• Contact tracers then tell the person that they have been identified as having contact with a person who recently tested positive for COVID-19.
  • They ask if the person is having symptoms and make sure they know what to do if they come down with any symptoms.
  • They share information on how to best protect their family members, friends, and co-workers.
  • They have the person do the following:
    • Take their temperature and monitor for symptoms twice a day.
    • Provide daily reports of these results for the next fourteen days.
    • They also explain the importance of taking preventive actions because they could be a carrier without symptoms that can spread the virus to other people.

 

What do I do if I think a scammer contacts me posing as a contact tracer?

 

You may get a text message, phone call, or e-mail from scammers pretending to be COVID-19 contact tracers. Real contact tracers may ask for your name and address, health information, and the people and places you have visited.

Here are some things to keep in mind:

  • Real contact tracers won’t ask you for money.
    • Only scammers insist on payment by gift card, money transfer, or cryptocurrency.
  • Contact tracing does not require your bank account or credit card number.
    • Never share account information with anybody who contacts you asking for it.
  • Real contact tracers will never ask for your Social Security Number.
    • Never give any part of your Social Security number to anyone who contacts you.
  • Your immigration status does not matter for contact tracing, so real tracers will not ask.
    • If they do, it is a scam.
  • Do not click on a link in a text or email.
    • Doing so can download malware onto your device.

Talking to a real contact tracer helps stop the spread of COVID-19. Reporting scammers helps stop them too.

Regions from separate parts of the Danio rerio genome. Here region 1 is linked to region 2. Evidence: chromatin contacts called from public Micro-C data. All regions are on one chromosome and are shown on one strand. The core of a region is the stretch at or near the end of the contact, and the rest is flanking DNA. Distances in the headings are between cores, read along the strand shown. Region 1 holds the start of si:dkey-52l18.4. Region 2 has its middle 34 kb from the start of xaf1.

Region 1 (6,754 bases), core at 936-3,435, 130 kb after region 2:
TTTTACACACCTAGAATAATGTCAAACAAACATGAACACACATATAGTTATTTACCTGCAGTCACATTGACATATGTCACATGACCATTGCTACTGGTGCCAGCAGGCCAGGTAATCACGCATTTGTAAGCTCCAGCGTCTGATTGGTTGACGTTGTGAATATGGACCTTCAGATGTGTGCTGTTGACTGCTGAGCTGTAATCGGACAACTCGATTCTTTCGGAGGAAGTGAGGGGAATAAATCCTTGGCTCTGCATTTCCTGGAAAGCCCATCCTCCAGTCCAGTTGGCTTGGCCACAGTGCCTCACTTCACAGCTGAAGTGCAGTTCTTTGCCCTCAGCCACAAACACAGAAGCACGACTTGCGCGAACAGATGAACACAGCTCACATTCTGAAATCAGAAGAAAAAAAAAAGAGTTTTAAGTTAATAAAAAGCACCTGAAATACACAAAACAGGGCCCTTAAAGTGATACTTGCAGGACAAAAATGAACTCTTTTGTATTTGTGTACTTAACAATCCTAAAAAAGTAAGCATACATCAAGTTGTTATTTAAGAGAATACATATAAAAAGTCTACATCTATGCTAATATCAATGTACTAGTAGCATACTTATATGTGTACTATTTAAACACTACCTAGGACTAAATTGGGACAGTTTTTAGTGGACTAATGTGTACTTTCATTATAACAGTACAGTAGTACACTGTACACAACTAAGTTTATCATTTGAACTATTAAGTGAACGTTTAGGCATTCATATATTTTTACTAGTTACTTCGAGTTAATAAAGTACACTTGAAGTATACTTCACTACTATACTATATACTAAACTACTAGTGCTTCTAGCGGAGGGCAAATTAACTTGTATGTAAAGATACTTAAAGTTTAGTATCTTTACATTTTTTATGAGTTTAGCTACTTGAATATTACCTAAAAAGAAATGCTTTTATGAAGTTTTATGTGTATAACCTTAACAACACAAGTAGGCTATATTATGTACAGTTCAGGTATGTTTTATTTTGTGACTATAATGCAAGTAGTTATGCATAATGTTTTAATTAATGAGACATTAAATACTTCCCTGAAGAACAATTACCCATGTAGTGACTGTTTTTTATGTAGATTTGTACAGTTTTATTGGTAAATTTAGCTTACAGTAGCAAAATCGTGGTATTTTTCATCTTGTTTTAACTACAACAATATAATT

If you suspect you were contacted by a scammer, report it at the Federal Trade Commission's Complaint Site.

If you are unsure whether a real contact tracer is contacting you, contact your local health department before providing any information.

 

What will happen with my personal information during contact tracing?

 

Discussions with health department staff are confidential. This means that your personal and medical information will be kept private and only shared with those who may need to know, like your health care provider.

If you have been diagnosed with COVID-19, your name will not be shared with those you came in contact with. The health department will only notify people you were in close contact with (within 6 feet for more than 15 minutes) that they might have been exposed to COVID-19.

 

Who is considered a close contact to someone with COVID-19?

 

  • For COVID-19, a close contact is anyone who was within 6 feet of an infected person for at least 15 minutes.
  • An infected person can spread COVID-19 starting 48 hours (or 2 days) before the person had any symptoms or tested positive for COVID-19.
  • Close contacts whose COVID-19 test comes back negative should still self-quarantine for 14 days since their last exposure.
    • It can take up to 14 days after exposure to the virus for a person to develop COVID-19 symptoms. A negative result before the end of the 14-day quarantine period does not mean this persons is not infected.
    • By self-quarantining for 14 days, they lower the chance of possibly exposing others to COVID-19.